Building abroad

With plots and old wrecks going for a song in some foreign locations, it’s tempting to snap up a bargain without checking out local laws and customs. But these will make or break your project

With plots and old wrecks going for a song in some foreign locations, it’s tempting to snap up a bargain without checking out local laws and customs. But these will make or break your project.

I’m sure this is a familiar scenario: you’re on a blissful holiday – in the Mediterranean heat, perhaps – and a stone ruin hovers into view. The price advertised in the local agent is €50,000 (approx £42,853). And you find yourself thinking, ‘Why not?’

With land prices high and good plots a rarity in the UK, building or renovating abroad is highly appealing, whether for your holidays, to let, or just to create the good life. ‘You can find staggering bargains for plots outside the UK,’ says Fiona Frost of property investment company Property Frontiers. ‘In the US, there are ridiculous prices – you can get a good plot in California for £20,000.’ In continental Europe, there’s a great supply of neglected agricultural buildings – locals usually preferring to live in new-builds.

Yet, before the fantasy crystallises, it’s wise to sound a klaxon of caution. ‘Not only do foreign buyers come up against all the usual red tape – planning, legal work, finding contractors – they also have to factor in language pressures, travel time and a different set of laws,’ says Frost. Not all are as adaptable as grand designers Doug Ibbs and Denise Daniel, who learned builders’ French pretty quickly after buying a £36,000 ruin in the Limousin area of France and turning it into Chez Jallot. Most would be advised to employ a third party. Architect Vicky Thornton, who self- built her dramatic French home, Petit Bayle, says: ‘A bilingual project manager is very useful, especially if you can’t be out there all the time.’ James Pembroke, who renovated an olive mill in Puglia, Italy, reckons the manager should be local. ‘It’s not enough to have A Level Italian – they’ll speak in dialect and you won’t understand.’

Anyone considering a foreign purchase needs to tick a must-do list. You should figure that while purchase costs might be small, legal and tax costs might escalate to about 10 per cent of the property value. You should study all the local peculiarities: ‘In Italy, for example, it’s hard to get planning permission,’ says Frost. Thornton adds that in France you must present a special application for any building close to a church.

And you should establish a good reason to build – which in most cases is to have a holiday home that pays back via letting. In which case, adds Frost, make sure the local conditions are sound: ‘We advise people not to bet on low-cost air routes – they can disappear.’ Never get swept away. Come back out of season. Think twice.

Some British self-builders try to gain comfort by importing architects, managers and even builders. Beware, says Thornton. ‘First, it’s important to get an architect registered in France for permissions,’ she says. ‘Also, if you bring builders from home, you won’t get to know local providers or draw on local traditions.’ Her own contractors, for example, are highly skilled in the local stonework. Unlike the UK norm, Ibbs and Daniel relied more on their builder than their architect. ‘They don’t have the same role as in the UK. We’ve known people who have wasted money employing British architects.’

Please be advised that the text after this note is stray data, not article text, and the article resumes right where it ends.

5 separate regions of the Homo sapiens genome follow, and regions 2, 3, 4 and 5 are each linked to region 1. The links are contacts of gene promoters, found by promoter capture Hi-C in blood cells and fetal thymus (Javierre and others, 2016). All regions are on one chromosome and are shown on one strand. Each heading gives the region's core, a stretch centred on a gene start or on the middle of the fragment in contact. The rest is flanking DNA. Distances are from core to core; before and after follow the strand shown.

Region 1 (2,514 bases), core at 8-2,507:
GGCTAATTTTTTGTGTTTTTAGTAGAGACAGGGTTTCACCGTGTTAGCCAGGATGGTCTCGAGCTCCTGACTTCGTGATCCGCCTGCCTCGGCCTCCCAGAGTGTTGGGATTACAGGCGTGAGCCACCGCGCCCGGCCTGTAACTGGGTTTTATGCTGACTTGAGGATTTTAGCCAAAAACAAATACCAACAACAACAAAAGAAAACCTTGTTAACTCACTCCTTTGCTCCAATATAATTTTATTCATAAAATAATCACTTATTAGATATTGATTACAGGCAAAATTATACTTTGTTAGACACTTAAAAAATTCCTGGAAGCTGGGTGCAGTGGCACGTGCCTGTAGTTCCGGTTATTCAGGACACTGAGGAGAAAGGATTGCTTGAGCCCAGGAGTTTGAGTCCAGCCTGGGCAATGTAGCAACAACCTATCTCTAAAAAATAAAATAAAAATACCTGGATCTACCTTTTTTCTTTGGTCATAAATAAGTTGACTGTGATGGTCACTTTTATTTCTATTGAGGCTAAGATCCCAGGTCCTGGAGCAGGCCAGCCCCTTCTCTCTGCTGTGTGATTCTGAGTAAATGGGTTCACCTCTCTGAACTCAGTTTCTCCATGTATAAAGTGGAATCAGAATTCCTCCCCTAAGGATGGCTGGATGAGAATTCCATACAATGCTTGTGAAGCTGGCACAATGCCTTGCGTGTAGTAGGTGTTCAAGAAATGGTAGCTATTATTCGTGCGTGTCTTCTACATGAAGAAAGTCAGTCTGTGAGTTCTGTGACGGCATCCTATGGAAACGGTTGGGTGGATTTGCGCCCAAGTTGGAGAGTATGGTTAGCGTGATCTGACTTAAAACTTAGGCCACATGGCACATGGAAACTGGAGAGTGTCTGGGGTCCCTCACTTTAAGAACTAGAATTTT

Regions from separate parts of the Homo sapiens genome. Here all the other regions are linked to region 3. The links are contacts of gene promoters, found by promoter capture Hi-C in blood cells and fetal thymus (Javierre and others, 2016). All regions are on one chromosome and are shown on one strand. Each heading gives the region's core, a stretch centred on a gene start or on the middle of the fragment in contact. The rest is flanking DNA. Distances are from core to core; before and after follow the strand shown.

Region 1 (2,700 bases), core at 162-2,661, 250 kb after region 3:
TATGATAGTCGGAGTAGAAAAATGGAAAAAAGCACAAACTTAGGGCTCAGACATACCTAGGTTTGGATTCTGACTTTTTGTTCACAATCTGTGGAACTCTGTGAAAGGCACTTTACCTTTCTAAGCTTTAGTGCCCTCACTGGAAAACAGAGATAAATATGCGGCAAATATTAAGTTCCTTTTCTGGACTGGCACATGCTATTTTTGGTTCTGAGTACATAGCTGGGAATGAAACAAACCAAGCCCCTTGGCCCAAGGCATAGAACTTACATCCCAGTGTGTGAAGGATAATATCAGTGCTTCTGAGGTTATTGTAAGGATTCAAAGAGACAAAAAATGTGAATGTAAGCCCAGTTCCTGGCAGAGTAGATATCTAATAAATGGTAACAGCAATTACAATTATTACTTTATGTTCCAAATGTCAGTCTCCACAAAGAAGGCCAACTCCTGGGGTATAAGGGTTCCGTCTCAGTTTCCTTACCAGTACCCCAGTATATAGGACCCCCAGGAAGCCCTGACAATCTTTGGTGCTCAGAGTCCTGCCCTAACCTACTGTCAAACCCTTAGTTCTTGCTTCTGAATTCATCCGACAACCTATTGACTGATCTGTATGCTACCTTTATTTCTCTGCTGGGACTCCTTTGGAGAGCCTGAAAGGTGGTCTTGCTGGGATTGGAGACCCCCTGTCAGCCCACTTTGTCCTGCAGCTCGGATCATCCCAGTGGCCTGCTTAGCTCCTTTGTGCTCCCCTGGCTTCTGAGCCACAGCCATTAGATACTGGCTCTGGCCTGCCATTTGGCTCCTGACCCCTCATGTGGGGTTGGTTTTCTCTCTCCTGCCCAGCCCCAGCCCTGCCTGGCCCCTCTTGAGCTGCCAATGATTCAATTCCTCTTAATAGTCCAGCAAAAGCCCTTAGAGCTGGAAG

Pembroke admits he was lucky, but advises: ‘Make sure your finance is tight across borders: it seems to be difficult to get an Italian mortgage for a UK resident, for example. And find someone trustworthy over there. We couldn’t have done it without our fantastic local project manager.’

Even so, Thornton recommends going over once a month during the build. ‘It’s important to adjust your mindset away from the UK,’ she says. ‘In rural France and Spain they don’t programme things in the same way.’ You can’t expect contractors even to have a computer (‘It’s extremely useful to have someone who can email over pictures,’ says Pembroke).

With all these variables, there’s even more chance you risk losing that crucial, motivating vision. ‘We know people who are still restoring 20 years or more after buying,’ says Daniel. So remember to keep time for leisure in your new place. Spending every holiday miming in builders’ yards is not going to help, and there’s nothing like some local fun to re-ignite the spark


Words Oliver Bennett
Illustration Nick Edwards

Useful Tools

firsttime tradefinder mortgagecalc

Latest Press Releases

Latest Products, Services and Tradesmen from our Trade Finder

Build Archive


Solid wall insulation – Greengauge...

A significant proportion of the houses in the UK were constructed before 1920. If...

A buyer's guide to windows

If you are considering replacing your current windows or designing a new home,...

10 years of Kloeber

Kloeber UK Ltd, recognised market leader in folding sliding doors and bespoke...

An Oxfordshire barn conversion

When David McLaren started hunting for a new home in rural Oxfordshire, he had a...

An eco-friendly countryside...

Jane and Ian McClintock’s sustainable build project has created a home that suits...

Riverside new-build

Steve Clarke and Amanda Boot's ingenious home by the Thames in Surrey rests on a...

A show-stopping self-build

Graham Phillips spent 33 years working with architect Norman Foster, but it was...

A Brooklyn town house...

You would never guess this house in Brooklyn, New York, is a renovation, let alone...

A Coach House renovation

Eoin Foyle loves a good party. As the owner of a live-music venue in Dublin, it’s...

Essential Build Planning

Ted Stevens discusses if you fail to prepare... then you should prepare to...

Expert videos

expert video2 2